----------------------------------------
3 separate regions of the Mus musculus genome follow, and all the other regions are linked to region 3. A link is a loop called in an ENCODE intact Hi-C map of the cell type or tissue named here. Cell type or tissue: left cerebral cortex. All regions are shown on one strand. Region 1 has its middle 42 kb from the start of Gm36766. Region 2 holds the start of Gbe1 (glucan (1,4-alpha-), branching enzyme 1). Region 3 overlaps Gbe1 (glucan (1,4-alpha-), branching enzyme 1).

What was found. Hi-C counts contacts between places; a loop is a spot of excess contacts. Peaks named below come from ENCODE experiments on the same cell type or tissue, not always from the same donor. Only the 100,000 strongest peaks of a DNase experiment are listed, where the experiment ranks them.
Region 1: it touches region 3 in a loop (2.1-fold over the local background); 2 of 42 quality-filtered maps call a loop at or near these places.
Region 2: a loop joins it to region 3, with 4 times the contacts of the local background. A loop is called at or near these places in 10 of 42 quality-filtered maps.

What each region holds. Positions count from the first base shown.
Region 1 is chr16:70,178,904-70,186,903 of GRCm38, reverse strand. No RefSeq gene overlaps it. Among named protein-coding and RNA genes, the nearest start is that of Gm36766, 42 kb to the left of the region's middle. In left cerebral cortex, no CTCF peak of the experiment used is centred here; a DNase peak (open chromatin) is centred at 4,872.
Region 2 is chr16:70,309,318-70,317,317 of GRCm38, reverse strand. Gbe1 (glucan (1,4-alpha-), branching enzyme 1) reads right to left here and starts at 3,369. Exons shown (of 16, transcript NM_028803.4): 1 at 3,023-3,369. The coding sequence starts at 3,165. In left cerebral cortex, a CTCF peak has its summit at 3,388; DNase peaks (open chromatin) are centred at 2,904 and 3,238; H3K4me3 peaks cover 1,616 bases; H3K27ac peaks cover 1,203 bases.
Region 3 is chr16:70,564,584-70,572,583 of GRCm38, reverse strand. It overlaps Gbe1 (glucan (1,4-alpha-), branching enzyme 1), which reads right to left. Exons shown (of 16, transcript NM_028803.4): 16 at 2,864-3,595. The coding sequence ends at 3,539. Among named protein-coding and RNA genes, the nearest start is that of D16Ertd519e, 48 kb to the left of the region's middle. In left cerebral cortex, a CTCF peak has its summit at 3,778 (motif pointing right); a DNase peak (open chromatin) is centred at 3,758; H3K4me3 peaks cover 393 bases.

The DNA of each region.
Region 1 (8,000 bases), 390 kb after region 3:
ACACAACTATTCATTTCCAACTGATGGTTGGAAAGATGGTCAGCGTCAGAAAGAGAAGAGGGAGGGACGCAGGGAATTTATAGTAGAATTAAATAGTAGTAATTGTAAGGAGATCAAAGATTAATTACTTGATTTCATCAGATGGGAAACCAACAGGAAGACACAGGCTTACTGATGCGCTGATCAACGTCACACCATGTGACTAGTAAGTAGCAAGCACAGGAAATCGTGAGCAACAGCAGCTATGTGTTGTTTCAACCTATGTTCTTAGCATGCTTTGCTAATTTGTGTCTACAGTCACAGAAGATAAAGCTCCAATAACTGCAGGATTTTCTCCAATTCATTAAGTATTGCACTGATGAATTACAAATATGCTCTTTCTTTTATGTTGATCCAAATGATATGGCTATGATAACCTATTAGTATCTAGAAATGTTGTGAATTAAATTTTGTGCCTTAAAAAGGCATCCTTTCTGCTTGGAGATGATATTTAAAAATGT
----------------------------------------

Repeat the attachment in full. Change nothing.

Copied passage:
3 separate regions of the Mus musculus genome follow, and all the other regions are linked to region 3. A link is a loop called in an ENCODE intact Hi-C map of the cell type or tissue named here. Cell type or tissue: left cerebral cortex. All regions are shown on one strand. Region 1 has its middle 42 kb from the start of Gm36766. Region 2 holds the start of Gbe1 (glucan (1,4-alpha-), branching enzyme 1). Region 3 overlaps Gbe1 (glucan (1,4-alpha-), branching enzyme 1).

What was found. Hi-C counts contacts between places; a loop is a spot of excess contacts. Peaks named below come from ENCODE experiments on the same cell type or tissue, not always from the same donor. Only the 100,000 strongest peaks of a DNase experiment are listed, where the experiment ranks them.
Region 1: it touches region 3 in a loop (2.1-fold over the local background); 2 of 42 quality-filtered maps call a loop at or near these places.
Region 2: a loop joins it to region 3, with 4 times the contacts of the local background. A loop is called at or near these places in 10 of 42 quality-filtered maps.

What each region holds. Positions count from the first base shown.
Region 1 is chr16:70,178,904-70,186,903 of GRCm38, reverse strand. No RefSeq gene overlaps it. Among named protein-coding and RNA genes, the nearest start is that of Gm36766, 42 kb to the left of the region's middle. In left cerebral cortex, no CTCF peak of the experiment used is centred here; a DNase peak (open chromatin) is centred at 4,872.
Region 2 is chr16:70,309,318-70,317,317 of GRCm38, reverse strand. Gbe1 (glucan (1,4-alpha-), branching enzyme 1) reads right to left here and starts at 3,369. Exons shown (of 16, transcript NM_028803.4): 1 at 3,023-3,369. The coding sequence starts at 3,165. In left cerebral cortex, a CTCF peak has its summit at 3,388; DNase peaks (open chromatin) are centred at 2,904 and 3,238; H3K4me3 peaks cover 1,616 bases; H3K27ac peaks cover 1,203 bases.
Region 3 is chr16:70,564,584-70,572,583 of GRCm38, reverse strand. It overlaps Gbe1 (glucan (1,4-alpha-), branching enzyme 1), which reads right to left. Exons shown (of 16, transcript NM_028803.4): 16 at 2,864-3,595. The coding sequence ends at 3,539. Among named protein-coding and RNA genes, the nearest start is that of D16Ertd519e, 48 kb to the left of the region's middle. In left cerebral cortex, a CTCF peak has its summit at 3,778 (motif pointing right); a DNase peak (open chromatin) is centred at 3,758; H3K4me3 peaks cover 393 bases.

The DNA of each region.
Region 1 (8,000 bases), 390 kb after region 3:
ACACAACTATTCATTTCCAACTGATGGTTGGAAAGATGGTCAGCGTCAGAAAGAGAAGAGGGAGGGACGCAGGGAATTTATAGTAGAATTAAATAGTAGTAATTGTAAGGAGATCAAAGATTAATTACTTGATTTCATCAGATGGGAAACCAACAGGAAGACACAGGCTTACTGATGCGCTGATCAACGTCACACCATGTGACTAGTAAGTAGCAAGCACAGGAAATCGTGAGCAACAGCAGCTATGTGTTGTTTCAACCTATGTTCTTAGCATGCTTTGCTAATTTGTGTCTACAGTCACAGAAGATAAAGCTCCAATAACTGCAGGATTTTCTCCAATTCATTAAGTATTGCACTGATGAATTACAAATATGCTCTTTCTTTTATGTTGATCCAAATGATATGGCTATGATAACCTATTAGTATCTAGAAATGTTGTGAATTAAATTTTGTGCCTTAAAAAGGCATCCTTTCTGCTTGGAGATGATATTTAAAAATGT